Welcome to October

This wasn’t supposed to happen.

Before the season even began, Adam Wainwright heard the three words that every pitcher fears: Tommy John Surgery.  The Cardinals best pitcher was out for the season.  He would be replaced in the rotation with middle reliever Kyle McClellan.  An aging Chris Carpenter and a still-green Jaime Garcia would become the anchors in an increasingly unstable rotation.

Brendan Ryan, perhaps the best defensive shortstop the Cardinals have seen since Ozzie Smith, was shipped out due to issues with management.  He was replaced by Ryan Theriot, who could only theoretically still play the position.  For the first month of the season, the team clung to washed-up closer Ryan Franklin, who did his best to hasten his own retirement.

Everything seemed lost.

This wasn’t supposed to happen.

One month ago, the Cardinals were 10.5 games out of first place.  Fans and columnists wondered if the team should start thinking about the wildcard.    Even that seemed silly.  Atlanta and San Francisco were in the way. The bullpen was unstable as ever.  Matt Holliday and Lance Berkman were out so often they barely played in the same game.   Jaime Garcia was faltering and barely looked like the same pitcher who carried the team early in the season.

Four days ago, we were supposed to watch Albert Pujols’s last home game as a Cardinal.  Maybe he would re-sign but with the numbers being floated around, there was no reason to hope.  Maybe they’d pull it out and catch up to the Braves, but it wasn’t likely.  The fans at Busch gave him a proper send off, letting him know how much they appreciated the decade he spent wearing the birds on the bat.  It was over.  We all knew it, one way or another.  Even if we were hopeful, we feared the worst.  We suspected the worst.  The Cardinals were done.  Pujols was done.  This was the end of an era.  Right?

This wasn’t supposed to happen.

But it did.

Tie Me Up, Tie Me Down

After 161 games, the St. Louis Cardinals and the Atlanta Braves are tied in the NL Wild Card race at 89-72.

I haven’t posted in over two months.  There are reasons for that.

Some of my reasons are good: I was in the process of studying for, then taking, and finally agonizing over the bar exam.  I was also writing a novel.  Posting my thoughts about baseball on the internet took a back seat to other things.  It’s really too bad, as there have been so much drama and intrigue over the last few months.  The Colby Rasmus trade alone, along with the performance of the involved players after the move, would have given me plenty to write about.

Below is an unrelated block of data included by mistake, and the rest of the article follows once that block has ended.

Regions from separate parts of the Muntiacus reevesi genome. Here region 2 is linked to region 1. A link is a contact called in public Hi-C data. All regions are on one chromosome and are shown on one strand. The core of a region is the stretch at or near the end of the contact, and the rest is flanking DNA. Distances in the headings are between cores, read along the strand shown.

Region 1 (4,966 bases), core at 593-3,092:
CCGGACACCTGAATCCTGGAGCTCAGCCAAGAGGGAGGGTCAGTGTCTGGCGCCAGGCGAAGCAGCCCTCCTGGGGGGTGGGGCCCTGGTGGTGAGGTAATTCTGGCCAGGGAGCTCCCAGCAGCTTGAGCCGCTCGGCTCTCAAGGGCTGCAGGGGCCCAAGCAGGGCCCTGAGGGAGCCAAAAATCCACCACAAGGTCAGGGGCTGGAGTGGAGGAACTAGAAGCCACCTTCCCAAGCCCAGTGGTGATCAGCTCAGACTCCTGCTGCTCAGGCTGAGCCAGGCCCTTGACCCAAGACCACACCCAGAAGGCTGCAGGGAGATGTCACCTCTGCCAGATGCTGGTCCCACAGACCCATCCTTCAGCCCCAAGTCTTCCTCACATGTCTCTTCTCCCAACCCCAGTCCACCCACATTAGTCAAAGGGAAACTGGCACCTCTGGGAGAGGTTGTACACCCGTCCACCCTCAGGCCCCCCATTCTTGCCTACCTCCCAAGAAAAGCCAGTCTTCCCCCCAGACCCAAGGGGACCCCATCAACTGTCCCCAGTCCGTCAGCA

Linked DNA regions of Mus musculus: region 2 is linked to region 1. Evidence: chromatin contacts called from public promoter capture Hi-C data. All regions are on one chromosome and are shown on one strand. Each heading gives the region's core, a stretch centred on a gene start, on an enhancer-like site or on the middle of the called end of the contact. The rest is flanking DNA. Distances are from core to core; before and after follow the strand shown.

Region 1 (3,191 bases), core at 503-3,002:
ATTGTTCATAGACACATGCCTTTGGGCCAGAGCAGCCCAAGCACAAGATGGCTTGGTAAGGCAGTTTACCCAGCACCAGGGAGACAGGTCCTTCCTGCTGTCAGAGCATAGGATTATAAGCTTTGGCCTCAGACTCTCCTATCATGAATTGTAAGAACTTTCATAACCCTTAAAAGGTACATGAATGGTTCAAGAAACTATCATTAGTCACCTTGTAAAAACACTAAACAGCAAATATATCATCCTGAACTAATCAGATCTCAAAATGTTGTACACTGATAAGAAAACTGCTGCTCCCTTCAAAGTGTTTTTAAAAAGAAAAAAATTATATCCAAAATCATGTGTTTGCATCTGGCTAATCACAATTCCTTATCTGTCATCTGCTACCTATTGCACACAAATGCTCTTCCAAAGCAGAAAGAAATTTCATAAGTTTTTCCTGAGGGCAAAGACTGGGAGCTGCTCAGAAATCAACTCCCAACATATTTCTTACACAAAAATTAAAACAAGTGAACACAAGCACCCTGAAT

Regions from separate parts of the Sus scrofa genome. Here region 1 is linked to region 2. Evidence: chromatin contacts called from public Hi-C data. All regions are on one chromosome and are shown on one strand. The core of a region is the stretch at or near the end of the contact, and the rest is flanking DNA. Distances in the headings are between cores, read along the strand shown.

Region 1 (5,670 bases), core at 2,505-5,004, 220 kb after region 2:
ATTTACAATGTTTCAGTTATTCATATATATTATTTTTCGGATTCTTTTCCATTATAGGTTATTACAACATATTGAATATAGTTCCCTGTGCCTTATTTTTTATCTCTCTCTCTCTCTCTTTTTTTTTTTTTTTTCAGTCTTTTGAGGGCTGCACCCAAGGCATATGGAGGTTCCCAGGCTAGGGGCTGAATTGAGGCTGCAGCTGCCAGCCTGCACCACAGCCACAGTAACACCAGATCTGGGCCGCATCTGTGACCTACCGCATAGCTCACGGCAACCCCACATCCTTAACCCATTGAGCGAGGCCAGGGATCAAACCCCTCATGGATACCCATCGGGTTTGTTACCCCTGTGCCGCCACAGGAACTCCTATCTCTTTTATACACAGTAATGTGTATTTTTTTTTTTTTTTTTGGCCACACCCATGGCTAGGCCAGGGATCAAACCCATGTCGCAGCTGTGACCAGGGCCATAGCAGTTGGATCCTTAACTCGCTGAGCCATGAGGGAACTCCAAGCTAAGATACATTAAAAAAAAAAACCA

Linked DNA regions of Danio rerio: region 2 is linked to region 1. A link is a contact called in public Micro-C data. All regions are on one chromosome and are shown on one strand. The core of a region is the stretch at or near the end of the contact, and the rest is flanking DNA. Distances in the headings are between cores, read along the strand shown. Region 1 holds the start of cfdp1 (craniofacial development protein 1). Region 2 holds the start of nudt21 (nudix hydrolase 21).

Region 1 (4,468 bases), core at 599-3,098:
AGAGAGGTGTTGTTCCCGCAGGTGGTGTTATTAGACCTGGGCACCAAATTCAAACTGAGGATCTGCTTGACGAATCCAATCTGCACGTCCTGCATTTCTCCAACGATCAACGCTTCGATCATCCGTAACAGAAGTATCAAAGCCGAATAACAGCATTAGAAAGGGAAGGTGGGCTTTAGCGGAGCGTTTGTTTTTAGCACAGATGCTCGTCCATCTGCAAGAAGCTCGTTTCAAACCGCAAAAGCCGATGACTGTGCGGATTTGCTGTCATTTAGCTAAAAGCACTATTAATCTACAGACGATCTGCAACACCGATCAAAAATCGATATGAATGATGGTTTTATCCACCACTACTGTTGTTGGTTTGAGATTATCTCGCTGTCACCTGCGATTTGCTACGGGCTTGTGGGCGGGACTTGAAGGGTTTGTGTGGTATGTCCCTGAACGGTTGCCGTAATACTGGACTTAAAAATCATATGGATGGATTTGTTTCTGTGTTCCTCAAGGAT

Some of my reasons are bad: I haven’t been following the team as much as I did earlier in the season.  It’s been forever since I’ve paid this little attention to a Cardinals team.  I’ve been distracted, but it’s been more than that.  Up until this month, the Cardinals have been a frustrating mess that I simply couldn’t deal with.  Because of this, I felt rather unqualified to make any intelligent observations about them.

I’ve been watching over the last few weeks, however, and I’ve seen a Cardinals team with a new lease on life.  Over the season, they have turned victory into defeat.  Tonight, they turned defeat into victory.  That’s been this year in a nutshell.

No matter what happens, the comeback to tie for the wild card was amazing.  But, at the same time, it is something of a disappointment.

The fact that the Cardinals managed to get this far only underscores everything that went wrong.  Where would this team be with a healthy Adam Wainwright?  Where would they be if not for the persistent, random injuries to Matt Holliday?

And where would they be if not for some atrocious management early in the season?  One game is one game, and the Cardinals gave away several games this season.  If not for Tony La Russa’s fanatical devotion to Ryan Franklin, game 162 might just be a tune-up for the playoffs.  If not for a mind-boggling infield of Ryan Theriot and Skip Schumaker behind a groundball pitching staff for half the season, many of us Cardinals fans would already have our NLDS tickets in hand.

I don’t know what will happen tomorrow.  The Cardinals deserve to be in the playoffs.  The Cardinals front office and management staff…maybe not so much.  But it doesn’t matter.  It’s almost like a whole new season.  One day, two games, and everything will be decided.

Or not.  If the Cardinals and Braves both win or lose, we’ll see game 163.  Wouldn’t that be something?